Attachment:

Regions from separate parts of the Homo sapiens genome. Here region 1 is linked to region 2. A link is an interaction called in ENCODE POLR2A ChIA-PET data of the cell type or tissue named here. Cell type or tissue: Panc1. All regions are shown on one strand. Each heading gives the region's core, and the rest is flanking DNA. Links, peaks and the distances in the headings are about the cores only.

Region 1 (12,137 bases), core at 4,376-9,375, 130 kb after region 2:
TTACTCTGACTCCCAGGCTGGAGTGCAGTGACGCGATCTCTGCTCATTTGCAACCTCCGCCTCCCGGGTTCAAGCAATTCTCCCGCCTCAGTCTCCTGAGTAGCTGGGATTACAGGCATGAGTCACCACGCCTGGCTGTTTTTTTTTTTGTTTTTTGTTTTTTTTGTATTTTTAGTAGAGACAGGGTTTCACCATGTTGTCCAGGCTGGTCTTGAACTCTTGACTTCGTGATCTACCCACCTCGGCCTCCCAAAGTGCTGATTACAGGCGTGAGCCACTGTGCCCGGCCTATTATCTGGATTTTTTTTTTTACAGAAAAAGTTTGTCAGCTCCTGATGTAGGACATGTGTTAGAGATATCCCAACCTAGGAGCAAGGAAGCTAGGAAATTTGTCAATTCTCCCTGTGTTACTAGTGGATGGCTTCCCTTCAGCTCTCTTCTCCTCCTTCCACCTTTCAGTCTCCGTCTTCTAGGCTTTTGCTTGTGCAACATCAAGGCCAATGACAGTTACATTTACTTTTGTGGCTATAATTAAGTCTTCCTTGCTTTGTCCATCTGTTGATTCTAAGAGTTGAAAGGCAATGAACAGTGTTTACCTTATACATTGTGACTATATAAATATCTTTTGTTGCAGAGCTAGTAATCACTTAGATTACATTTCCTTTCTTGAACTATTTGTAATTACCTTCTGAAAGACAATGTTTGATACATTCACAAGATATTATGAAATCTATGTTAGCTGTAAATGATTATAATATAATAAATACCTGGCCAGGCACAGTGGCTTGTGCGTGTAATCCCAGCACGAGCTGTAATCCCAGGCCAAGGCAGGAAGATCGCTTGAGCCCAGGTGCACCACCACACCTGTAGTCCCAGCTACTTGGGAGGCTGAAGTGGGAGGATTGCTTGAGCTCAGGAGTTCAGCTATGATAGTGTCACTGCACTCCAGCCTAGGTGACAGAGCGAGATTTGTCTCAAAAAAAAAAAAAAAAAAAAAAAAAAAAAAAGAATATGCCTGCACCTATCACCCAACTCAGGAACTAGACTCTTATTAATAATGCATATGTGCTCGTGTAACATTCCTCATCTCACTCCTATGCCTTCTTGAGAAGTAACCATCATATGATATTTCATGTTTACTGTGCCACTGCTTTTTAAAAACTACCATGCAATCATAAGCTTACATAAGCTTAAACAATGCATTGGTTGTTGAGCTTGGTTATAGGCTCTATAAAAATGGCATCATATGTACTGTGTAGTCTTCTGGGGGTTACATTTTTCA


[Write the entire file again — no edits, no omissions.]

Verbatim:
Regions from separate parts of the Homo sapiens genome. Here region 1 is linked to region 2. A link is an interaction called in ENCODE POLR2A ChIA-PET data of the cell type or tissue named here. Cell type or tissue: Panc1. All regions are shown on one strand. Each heading gives the region's core, and the rest is flanking DNA. Links, peaks and the distances in the headings are about the cores only.

Region 1 (12,137 bases), core at 4,376-9,375, 130 kb after region 2:
TTACTCTGACTCCCAGGCTGGAGTGCAGTGACGCGATCTCTGCTCATTTGCAACCTCCGCCTCCCGGGTTCAAGCAATTCTCCCGCCTCAGTCTCCTGAGTAGCTGGGATTACAGGCATGAGTCACCACGCCTGGCTGTTTTTTTTTTTGTTTTTTGTTTTTTTTGTATTTTTAGTAGAGACAGGGTTTCACCATGTTGTCCAGGCTGGTCTTGAACTCTTGACTTCGTGATCTACCCACCTCGGCCTCCCAAAGTGCTGATTACAGGCGTGAGCCACTGTGCCCGGCCTATTATCTGGATTTTTTTTTTTACAGAAAAAGTTTGTCAGCTCCTGATGTAGGACATGTGTTAGAGATATCCCAACCTAGGAGCAAGGAAGCTAGGAAATTTGTCAATTCTCCCTGTGTTACTAGTGGATGGCTTCCCTTCAGCTCTCTTCTCCTCCTTCCACCTTTCAGTCTCCGTCTTCTAGGCTTTTGCTTGTGCAACATCAAGGCCAATGACAGTTACATTTACTTTTGTGGCTATAATTAAGTCTTCCTTGCTTTGTCCATCTGTTGATTCTAAGAGTTGAAAGGCAATGAACAGTGTTTACCTTATACATTGTGACTATATAAATATCTTTTGTTGCAGAGCTAGTAATCACTTAGATTACATTTCCTTTCTTGAACTATTTGTAATTACCTTCTGAAAGACAATGTTTGATACATTCACAAGATATTATGAAATCTATGTTAGCTGTAAATGATTATAATATAATAAATACCTGGCCAGGCACAGTGGCTTGTGCGTGTAATCCCAGCACGAGCTGTAATCCCAGGCCAAGGCAGGAAGATCGCTTGAGCCCAGGTGCACCACCACACCTGTAGTCCCAGCTACTTGGGAGGCTGAAGTGGGAGGATTGCTTGAGCTCAGGAGTTCAGCTATGATAGTGTCACTGCACTCCAGCCTAGGTGACAGAGCGAGATTTGTCTCAAAAAAAAAAAAAAAAAAAAAAAAAAAAAAAGAATATGCCTGCACCTATCACCCAACTCAGGAACTAGACTCTTATTAATAATGCATATGTGCTCGTGTAACATTCCTCATCTCACTCCTATGCCTTCTTGAGAAGTAACCATCATATGATATTTCATGTTTACTGTGCCACTGCTTTTTAAAAACTACCATGCAATCATAAGCTTACATAAGCTTAAACAATGCATTGGTTGTTGAGCTTGGTTATAGGCTCTATAAAAATGGCATCATATGTACTGTGTAGTCTTCTGGGGGTTACATTTTTCA